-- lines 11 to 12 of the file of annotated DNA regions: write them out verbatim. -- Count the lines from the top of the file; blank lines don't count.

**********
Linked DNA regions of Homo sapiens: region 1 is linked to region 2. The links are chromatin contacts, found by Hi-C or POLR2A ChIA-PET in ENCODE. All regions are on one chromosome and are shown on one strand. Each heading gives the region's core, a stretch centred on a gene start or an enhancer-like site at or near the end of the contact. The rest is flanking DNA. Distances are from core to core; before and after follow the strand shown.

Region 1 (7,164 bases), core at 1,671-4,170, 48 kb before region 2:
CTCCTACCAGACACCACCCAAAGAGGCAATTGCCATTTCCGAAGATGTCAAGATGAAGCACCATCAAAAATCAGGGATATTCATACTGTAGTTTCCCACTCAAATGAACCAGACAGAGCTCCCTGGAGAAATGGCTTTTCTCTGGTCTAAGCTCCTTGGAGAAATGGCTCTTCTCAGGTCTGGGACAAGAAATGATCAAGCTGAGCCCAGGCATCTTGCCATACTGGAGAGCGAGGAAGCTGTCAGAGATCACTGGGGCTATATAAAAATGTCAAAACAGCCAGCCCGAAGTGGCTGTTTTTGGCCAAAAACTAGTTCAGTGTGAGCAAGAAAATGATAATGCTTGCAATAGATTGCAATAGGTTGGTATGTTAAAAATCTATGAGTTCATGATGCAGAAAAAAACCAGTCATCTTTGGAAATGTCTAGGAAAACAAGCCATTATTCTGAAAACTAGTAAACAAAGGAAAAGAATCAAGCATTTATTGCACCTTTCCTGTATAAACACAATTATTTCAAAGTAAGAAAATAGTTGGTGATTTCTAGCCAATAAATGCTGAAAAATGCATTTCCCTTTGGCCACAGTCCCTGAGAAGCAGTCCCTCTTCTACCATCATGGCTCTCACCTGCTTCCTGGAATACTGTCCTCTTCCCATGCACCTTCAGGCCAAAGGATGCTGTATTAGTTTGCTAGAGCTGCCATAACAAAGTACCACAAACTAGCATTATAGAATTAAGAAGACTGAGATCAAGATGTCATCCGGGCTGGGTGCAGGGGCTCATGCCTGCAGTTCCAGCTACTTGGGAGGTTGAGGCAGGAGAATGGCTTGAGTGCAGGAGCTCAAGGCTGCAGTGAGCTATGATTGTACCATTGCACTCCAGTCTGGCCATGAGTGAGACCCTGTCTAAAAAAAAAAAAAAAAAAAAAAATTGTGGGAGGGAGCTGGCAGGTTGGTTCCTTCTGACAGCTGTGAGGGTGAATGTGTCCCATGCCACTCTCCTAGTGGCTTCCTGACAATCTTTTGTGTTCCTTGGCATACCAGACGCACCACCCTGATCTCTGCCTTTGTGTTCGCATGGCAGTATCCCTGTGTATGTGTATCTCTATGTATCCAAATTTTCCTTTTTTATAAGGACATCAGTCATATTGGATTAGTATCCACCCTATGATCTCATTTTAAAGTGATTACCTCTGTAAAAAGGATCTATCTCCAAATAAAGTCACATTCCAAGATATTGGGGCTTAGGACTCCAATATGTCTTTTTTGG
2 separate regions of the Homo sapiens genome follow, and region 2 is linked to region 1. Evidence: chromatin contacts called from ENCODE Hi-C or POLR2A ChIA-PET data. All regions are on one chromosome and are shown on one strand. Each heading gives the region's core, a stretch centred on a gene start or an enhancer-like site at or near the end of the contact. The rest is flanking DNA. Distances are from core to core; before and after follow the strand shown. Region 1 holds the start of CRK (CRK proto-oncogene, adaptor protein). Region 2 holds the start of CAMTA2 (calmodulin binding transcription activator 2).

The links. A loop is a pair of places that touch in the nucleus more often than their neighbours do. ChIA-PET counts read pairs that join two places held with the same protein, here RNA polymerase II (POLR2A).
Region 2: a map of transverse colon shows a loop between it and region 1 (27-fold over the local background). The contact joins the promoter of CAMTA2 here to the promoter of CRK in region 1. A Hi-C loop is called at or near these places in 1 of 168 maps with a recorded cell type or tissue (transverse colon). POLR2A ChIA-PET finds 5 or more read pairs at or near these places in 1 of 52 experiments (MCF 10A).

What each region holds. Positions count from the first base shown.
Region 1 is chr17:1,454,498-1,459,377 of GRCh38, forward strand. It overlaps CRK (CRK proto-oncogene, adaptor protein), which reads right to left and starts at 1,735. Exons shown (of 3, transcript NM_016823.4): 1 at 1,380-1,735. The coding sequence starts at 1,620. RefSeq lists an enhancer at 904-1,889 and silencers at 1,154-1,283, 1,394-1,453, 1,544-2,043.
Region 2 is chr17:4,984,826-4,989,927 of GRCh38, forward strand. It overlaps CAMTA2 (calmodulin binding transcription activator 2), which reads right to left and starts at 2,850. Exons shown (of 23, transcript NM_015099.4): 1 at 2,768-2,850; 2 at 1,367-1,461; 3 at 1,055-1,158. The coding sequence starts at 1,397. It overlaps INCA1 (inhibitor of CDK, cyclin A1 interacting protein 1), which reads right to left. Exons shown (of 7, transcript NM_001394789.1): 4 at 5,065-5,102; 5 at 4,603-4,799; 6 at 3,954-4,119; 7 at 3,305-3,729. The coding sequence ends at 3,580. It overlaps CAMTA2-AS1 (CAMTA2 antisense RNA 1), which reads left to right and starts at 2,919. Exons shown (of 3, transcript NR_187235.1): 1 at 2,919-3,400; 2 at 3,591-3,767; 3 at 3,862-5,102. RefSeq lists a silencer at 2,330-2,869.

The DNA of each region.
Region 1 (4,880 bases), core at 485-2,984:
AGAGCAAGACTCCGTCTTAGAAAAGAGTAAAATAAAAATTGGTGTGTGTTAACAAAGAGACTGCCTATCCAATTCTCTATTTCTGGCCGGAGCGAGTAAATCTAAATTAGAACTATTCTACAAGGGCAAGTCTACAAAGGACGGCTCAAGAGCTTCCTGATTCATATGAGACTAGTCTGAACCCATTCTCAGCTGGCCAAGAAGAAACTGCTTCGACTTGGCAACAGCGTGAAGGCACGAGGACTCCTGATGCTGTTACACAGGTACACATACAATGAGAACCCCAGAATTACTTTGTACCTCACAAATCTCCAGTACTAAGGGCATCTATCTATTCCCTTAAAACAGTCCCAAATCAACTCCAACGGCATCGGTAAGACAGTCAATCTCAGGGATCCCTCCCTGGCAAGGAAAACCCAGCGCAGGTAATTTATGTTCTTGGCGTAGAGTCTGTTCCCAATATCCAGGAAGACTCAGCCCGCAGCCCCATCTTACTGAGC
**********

Region 1 (4,880 bases), core at 485-2,984:
AGAGCAAGACTCCGTCTTAGAAAAGAGTAAAATAAAAATTGGTGTGTGTTAACAAAGAGACTGCCTATCCAATTCTCTATTTCTGGCCGGAGCGAGTAAATCTAAATTAGAACTATTCTACAAGGGCAAGTCTACAAAGGACGGCTCAAGAGCTTCCTGATTCATATGAGACTAGTCTGAACCCATTCTCAGCTGGCCAAGAAGAAACTGCTTCGACTTGGCAACAGCGTGAAGGCACGAGGACTCCTGATGCTGTTACACAGGTACACATACAATGAGAACCCCAGAATTACTTTGTACCTCACAAATCTCCAGTACTAAGGGCATCTATCTATTCCCTTAAAACAGTCCCAAATCAACTCCAACGGCATCGGTAAGACAGTCAATCTCAGGGATCCCTCCCTGGCAAGGAAAACCCAGCGCAGGTAATTTATGTTCTTGGCGTAGAGTCTGTTCCCAATATCCAGGAAGACTCAGCCCGCAGCCCCATCTTACTGAGC